University of Houston alumnus Nestor Topchy’s (MFA ’87) exhibition, "The Iconic Portrait Strand by Nestor Topchy," at the Menil Collection is a one-of-a-kind project exploring the inherent dignity and spirituality inside us all. Between now and January, his collection of more than 100 small portraits with gold backgrounds and intricate detail, spanning 20 years of work, will be on display at the museum located in the heart of Montrose.
His work may be unique, but it presents a universal message: everyone has a spark of the divine inside them; by painting a subject in the style of religious icons, that innate saintliness shines through. Classifying Topchy’s style is difficult to define. It’s a mixture of 800-year-old Byzantine art, Pysanky (Ukrainian Easter egg art), Demekon (painting, sculpture and architecture predicated on geometry and abstraction) and Incarnation (portraits based upon iconographic materials and method), with a bit of Topchy’s current-day modern creativity added to the blend. One thing Topchy emphasizes is that his paintings are not icons, they are iconic. They aren’t religious, per se.
“I don’t assign that function to these portraits,” Topchy said.
Terrell James by Nestor Topchy
Terrell James by Nestor Topchy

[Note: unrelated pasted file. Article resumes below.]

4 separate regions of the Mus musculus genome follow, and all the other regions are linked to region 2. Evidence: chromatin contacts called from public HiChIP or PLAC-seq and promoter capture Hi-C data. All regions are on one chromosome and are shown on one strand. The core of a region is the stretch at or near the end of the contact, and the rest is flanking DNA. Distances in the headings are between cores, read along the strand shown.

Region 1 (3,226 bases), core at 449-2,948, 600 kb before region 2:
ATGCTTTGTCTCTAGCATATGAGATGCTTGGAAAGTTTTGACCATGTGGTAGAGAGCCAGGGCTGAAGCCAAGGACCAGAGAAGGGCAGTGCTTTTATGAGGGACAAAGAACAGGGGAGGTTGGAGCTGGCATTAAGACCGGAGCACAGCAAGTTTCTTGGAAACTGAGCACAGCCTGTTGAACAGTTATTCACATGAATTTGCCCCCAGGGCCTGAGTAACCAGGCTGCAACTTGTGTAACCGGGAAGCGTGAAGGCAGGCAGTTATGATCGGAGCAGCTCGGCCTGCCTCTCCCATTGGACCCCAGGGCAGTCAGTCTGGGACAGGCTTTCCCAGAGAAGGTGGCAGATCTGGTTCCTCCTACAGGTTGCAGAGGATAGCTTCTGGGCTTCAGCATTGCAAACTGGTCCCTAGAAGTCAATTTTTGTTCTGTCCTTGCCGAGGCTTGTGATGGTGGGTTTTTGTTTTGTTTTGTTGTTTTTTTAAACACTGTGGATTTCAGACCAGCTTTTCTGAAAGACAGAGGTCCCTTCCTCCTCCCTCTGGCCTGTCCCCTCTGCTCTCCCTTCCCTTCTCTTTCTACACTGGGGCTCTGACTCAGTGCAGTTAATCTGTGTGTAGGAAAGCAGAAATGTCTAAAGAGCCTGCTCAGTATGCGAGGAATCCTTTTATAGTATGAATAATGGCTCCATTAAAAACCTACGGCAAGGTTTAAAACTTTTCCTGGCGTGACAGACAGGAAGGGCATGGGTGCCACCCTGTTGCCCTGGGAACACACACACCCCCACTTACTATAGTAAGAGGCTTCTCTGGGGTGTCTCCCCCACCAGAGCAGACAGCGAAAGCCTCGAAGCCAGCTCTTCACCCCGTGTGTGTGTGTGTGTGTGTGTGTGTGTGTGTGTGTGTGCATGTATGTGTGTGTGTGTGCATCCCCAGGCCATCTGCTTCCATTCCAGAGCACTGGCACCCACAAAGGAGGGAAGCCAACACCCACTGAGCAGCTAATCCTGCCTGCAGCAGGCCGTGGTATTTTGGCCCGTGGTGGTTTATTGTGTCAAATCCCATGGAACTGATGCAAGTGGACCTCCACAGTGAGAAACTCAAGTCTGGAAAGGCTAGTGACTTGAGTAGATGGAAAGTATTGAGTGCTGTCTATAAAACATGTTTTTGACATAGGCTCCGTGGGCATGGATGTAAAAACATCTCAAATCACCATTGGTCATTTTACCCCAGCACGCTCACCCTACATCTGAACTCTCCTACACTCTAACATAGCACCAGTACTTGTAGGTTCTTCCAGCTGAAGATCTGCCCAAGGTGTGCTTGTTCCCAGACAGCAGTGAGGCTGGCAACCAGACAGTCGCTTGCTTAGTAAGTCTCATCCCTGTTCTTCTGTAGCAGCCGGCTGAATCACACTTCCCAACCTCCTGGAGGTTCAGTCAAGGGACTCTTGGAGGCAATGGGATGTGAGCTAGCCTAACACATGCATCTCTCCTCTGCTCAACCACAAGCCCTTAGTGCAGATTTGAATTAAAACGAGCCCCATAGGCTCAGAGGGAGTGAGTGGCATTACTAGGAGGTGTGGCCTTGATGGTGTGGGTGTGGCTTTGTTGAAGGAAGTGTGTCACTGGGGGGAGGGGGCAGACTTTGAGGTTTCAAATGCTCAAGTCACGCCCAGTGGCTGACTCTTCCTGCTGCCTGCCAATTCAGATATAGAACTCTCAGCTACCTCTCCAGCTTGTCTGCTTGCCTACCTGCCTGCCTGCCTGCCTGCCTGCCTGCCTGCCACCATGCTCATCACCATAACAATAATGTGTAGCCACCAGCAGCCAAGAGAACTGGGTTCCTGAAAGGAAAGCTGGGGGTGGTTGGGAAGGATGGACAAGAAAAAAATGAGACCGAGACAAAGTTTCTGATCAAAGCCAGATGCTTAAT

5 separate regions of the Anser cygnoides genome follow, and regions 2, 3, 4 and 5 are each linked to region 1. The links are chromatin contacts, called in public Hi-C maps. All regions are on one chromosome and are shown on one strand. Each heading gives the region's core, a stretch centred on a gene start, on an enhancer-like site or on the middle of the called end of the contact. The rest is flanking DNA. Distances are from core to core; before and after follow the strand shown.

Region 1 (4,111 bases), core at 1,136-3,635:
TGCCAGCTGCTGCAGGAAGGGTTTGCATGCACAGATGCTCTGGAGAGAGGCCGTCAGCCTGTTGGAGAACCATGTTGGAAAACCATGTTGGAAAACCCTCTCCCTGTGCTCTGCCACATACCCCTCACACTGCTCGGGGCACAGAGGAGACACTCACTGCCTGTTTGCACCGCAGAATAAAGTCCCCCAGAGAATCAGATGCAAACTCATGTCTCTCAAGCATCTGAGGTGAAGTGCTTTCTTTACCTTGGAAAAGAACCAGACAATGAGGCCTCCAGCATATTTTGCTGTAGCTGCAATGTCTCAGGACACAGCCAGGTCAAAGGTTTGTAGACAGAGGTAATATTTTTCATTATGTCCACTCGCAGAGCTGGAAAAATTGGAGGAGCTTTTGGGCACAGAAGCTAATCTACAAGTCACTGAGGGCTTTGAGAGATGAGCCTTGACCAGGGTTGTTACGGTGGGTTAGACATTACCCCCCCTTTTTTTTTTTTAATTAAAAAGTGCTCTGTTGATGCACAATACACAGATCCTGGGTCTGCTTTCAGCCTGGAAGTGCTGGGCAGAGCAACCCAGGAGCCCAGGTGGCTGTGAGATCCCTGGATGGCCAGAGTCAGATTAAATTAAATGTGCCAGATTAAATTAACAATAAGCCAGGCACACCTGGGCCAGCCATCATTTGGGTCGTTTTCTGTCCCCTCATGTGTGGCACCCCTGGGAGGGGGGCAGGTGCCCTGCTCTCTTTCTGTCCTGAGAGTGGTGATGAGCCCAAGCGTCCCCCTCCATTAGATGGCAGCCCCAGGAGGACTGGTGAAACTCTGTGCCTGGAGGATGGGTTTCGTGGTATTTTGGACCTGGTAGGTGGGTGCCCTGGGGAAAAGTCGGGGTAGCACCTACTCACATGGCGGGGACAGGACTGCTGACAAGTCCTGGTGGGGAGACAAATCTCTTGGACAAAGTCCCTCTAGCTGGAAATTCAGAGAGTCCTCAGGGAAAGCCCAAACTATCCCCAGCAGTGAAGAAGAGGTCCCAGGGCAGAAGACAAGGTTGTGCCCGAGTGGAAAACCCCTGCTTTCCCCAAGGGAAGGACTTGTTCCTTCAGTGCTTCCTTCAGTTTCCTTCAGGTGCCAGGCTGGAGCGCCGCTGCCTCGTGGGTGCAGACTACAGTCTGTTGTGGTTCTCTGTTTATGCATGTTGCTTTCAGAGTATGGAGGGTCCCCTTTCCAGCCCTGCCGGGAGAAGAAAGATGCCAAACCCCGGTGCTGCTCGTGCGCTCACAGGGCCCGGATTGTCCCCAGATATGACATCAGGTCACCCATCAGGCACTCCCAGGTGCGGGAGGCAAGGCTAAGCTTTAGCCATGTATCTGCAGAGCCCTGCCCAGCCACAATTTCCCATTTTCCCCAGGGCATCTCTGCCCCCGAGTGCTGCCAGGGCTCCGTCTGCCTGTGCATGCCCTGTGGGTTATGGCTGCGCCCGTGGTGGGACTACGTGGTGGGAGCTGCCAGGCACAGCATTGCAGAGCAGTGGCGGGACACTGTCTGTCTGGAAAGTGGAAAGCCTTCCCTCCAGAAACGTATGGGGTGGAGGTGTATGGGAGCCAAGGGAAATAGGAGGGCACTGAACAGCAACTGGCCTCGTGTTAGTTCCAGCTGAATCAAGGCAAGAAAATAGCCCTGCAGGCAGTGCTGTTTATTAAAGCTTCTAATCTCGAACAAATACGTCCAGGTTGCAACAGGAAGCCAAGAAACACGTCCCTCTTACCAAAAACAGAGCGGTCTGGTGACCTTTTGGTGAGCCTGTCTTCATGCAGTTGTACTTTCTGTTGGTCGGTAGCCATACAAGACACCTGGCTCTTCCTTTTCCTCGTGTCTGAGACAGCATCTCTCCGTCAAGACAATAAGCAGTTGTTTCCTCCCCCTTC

Topchy begins by sketching the image of his subject — usually a friend or colleague. He takes traditional materials like red clay, powdered marble and chalk gesso, gold leaf and pure mineral pigments: vodka, fig milk, cloves and linseed oil. He then paints on “demekon ” shaped wooden panels. The result can’t help but evoke a feeling of reverence and spirituality.
Such a unique artistic talent was refined here at the University of Houston. Topchy graduated from the Maryland Institute College of Art in Baltimore and traveled to Houston for his master’s degree. Why Texas? “I wanted elbow room, to be in large working spaces, to spread out and get some art work done,” he said. “I hadn’t visited before I showed up, so I was a bit surprised by how open and vast Texas is, but once I got used to the climate and area, I found it ideal for my work. I also discovered the hospitable culture, inexpensive studio space and amazing local cuisine of the Tex-Mex and Vietnamese cultures.”
Enrolling in the UH graduate fine arts program turned out to be influential for Topchy. A generous and much-appreciated scholarship helped pave his way, and he discovered flexibility and freedom in creating a curriculum. “As a grad student, I constructed my own courses with the professors,” Topchy said. “They allowed me to write my own curriculum that puts together two years of 23 graduate course hours into one year to meet my requirements. I have to say, such flexibility in academics is unusual, that the professors and I worked together to pursue a structure that suited my plans.”
Topchy doesn’t think his work will say the same thing to everyone who views it. “I don’t think of it like literature, with a specific message. I mostly think the work speaks to us all differently. If a viewer is open and left in solitude to absorb the artwork, they’ll come to their own impressions.”
Topchy is grateful for the community support and the positive feedback he received on his work.